Tuesday, 14 June 2011

Oku no Hosomichi

The Falls at Nikko (Urami-no Taki by Hiroshige, via www.hiroshige.org.uk. One of the early stops on en route for Bashō)
The months and days are the travellers of eternity. The years that come and go are also voyagers. Those who float away their lives on ships or who grow old leading horses are forever journeying and their homes are wherever their travels take them. Many of the men of old died on the read, and I too for years past have been stirred by sight of a solitary cloud drifting with the wind to ceaseless thoughts of roaming. (p.19)
(all quotations taken from Donald Keene’s wonderful translation The Narrow Road to Oku (Kodansha International, 1996)
Thus begins Matsuo Bashō famous travelogue Oku no Hosomichi, variously translated into English as The Narrow Road to Oku or (more alluringly) The Narrow Road to the Deep North. It seemed an appropriate place for me to start but Bashō’s beguiling prose and delicate haiku and soon ensured that this volume was picked up more for enjoyment than what it could reveal about the geography of Japan.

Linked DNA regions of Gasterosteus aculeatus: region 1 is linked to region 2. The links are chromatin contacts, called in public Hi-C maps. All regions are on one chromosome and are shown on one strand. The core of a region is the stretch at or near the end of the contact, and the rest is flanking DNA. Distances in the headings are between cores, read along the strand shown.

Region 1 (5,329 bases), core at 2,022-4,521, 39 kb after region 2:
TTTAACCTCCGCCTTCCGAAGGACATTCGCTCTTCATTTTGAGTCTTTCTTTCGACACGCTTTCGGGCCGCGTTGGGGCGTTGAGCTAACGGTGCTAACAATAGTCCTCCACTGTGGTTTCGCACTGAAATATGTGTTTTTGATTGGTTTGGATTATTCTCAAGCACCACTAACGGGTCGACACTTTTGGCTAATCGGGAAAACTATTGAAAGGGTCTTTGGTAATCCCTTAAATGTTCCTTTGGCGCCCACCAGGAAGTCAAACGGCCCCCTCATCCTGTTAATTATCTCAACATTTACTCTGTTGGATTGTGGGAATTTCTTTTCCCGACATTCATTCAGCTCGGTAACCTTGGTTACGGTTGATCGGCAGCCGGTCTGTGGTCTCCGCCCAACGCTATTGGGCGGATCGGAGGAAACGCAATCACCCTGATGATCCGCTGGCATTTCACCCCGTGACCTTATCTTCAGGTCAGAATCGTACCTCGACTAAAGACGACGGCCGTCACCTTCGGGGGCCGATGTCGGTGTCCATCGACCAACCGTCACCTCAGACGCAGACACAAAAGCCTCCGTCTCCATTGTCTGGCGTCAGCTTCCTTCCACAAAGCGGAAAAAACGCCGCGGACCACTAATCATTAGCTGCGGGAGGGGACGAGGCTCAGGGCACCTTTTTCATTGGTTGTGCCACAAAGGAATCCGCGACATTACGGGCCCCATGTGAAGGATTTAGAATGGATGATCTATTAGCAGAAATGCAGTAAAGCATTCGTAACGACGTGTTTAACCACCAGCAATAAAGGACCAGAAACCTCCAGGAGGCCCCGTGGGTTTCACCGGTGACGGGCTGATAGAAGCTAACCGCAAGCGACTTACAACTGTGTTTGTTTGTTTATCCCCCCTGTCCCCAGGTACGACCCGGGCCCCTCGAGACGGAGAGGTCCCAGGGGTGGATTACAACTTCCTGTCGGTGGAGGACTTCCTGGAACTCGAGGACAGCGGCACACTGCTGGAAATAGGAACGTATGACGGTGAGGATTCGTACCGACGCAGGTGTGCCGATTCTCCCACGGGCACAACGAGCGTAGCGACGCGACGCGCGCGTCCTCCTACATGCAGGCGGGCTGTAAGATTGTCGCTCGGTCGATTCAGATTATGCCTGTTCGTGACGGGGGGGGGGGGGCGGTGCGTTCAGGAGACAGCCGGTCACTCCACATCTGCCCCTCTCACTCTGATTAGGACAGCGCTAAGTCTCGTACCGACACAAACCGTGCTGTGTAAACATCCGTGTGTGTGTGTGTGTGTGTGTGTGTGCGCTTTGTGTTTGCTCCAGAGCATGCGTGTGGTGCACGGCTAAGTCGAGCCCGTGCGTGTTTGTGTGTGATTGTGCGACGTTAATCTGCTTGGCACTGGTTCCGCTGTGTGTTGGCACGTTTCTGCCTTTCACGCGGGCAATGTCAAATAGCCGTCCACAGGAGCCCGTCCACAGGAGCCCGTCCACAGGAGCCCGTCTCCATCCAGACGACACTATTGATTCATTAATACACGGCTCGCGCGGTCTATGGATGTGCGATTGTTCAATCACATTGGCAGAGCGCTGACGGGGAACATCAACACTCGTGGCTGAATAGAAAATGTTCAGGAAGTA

In 1689 Matsuo Bashō (then aged about 40) set out on ambitious and gruelling trip. Travelling on foot, he set out from Edo (now Tokyo) and travelled north along the Pacific coast to Hiraizumi, before turning inwards and travelling south along the coast of the Sea of Japan and on to Lake Biwa, finishing at Ōgaki. It was a journey that lasted just over 150 days and covered a total of nearly 2,500 km. Bashō’s journey took him through some celebrated landscapes, to temples and hot springs, mountains and places celebrated by poets. Travelling with his poet companion Sora, Bashō takes us, the reader, on a journey both into the north of the country and into the past.
Bashō’s descriptions of the landscapes he travels through are written with a striking restraint and precision:
Mountains stretched out as far as one could see. Along a valley path that led into the distance, moss dripped from the darkly clustering pines and cedars. The sky, though it was summer, was still cold. When we had passed the last of the Ten Famous Views, we crossed a bridge and entered the temple gate. (p.39)